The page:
The silhouettes of two human beings, inspired by shadow theatre, meet on a chequered stage. The man, with his face covered by an elk mask, pushes a wheelbarrow with a rose in it towards the woman he loves. This is proof that love and passion lead man to go beyond the limits of the conventional and to explore new paths, even when there appear to be countless obstacles. The placard states "Innovation requires passion", because innovation comes about when somebody loves and believes in what they are doing. In this case, this sentiment is embodied by the rose being carried in the wheelbarrow, with the roots and earth it needs in order to survive.
Christian Krämer aka DOME
Alexey Luka, born in 1983 and based in Moscow, is one of the most progressive young Russian artists and illustrators. He began his artistic career with graffiti, before to study on the benches of the Moscow Architectural Institute and to start developing a new street art language, less influenced by Western related critics of consumerism and Pop culture and more involved with the Russian Avant-garde tradition. El Lissiztky and Vassily Kandinsky are part of this background which led him to dialogue with urban architecture, where he paints or installs colored curves and lines. His artistic technique, refined working in the streets, is based on a digital analysis of the forms which will be part of his three-dimensional compositions of wood and other materials.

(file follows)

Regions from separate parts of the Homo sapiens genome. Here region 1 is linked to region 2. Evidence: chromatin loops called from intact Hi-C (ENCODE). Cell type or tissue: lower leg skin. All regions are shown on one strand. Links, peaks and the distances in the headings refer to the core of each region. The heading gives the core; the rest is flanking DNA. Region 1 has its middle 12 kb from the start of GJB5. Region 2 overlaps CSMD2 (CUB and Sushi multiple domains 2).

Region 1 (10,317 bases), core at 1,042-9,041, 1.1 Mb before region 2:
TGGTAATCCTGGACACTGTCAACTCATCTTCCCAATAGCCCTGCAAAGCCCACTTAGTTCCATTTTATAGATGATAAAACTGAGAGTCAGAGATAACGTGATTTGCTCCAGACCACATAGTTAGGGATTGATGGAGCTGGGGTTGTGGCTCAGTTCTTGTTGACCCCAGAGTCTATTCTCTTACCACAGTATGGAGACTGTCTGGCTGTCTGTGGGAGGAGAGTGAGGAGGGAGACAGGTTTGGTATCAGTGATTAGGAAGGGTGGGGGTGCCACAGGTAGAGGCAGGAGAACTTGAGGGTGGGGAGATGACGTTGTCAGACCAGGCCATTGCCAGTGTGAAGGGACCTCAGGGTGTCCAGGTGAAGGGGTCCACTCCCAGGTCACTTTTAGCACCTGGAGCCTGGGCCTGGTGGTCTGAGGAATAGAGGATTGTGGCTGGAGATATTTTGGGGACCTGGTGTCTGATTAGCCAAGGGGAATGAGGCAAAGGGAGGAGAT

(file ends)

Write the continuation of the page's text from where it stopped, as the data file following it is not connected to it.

Even if his art and life are strongly linked with Moscow, the Russian internet boom in 2010 allowed Alexey Luka to strengthen his international reputation. His works, geometric and fragmented like jigsaw puzzles, are now part of many international cityscapes. He has recently taken part to some group shows in some of the best renowned urban art galleries, like Openspace in Paris, Mini Galerie in Amsterdam and 1 AMSF in San Francisco, while developing his first solo shows Long tomorrow at Pechersky Gallery in Moscow and Late. Still Life at Enjoyted in Lyon.
It was the geometrical shapes of architecture in Moscow, the city where I was born and grew up, that inspired me to look to the codes of abstraction, giving me the desire to combine them with the biological universe – in the form of plants and human beings – that inhabits urban spaces. This combination is the narrative language I express in the various places where I paint. The work of art at HangarBicocca tells of the encounter between different cultures in cities that are increasingly multicultural. It is from this fortuitous exchange between different cultures, symbolised by the two abstract figures that converge towards the centre of the wall, that new biological forms come to life – in this case, that of a plant. The repeated presence of black circles and the inclusion of a tyre recall an essential element of urban life.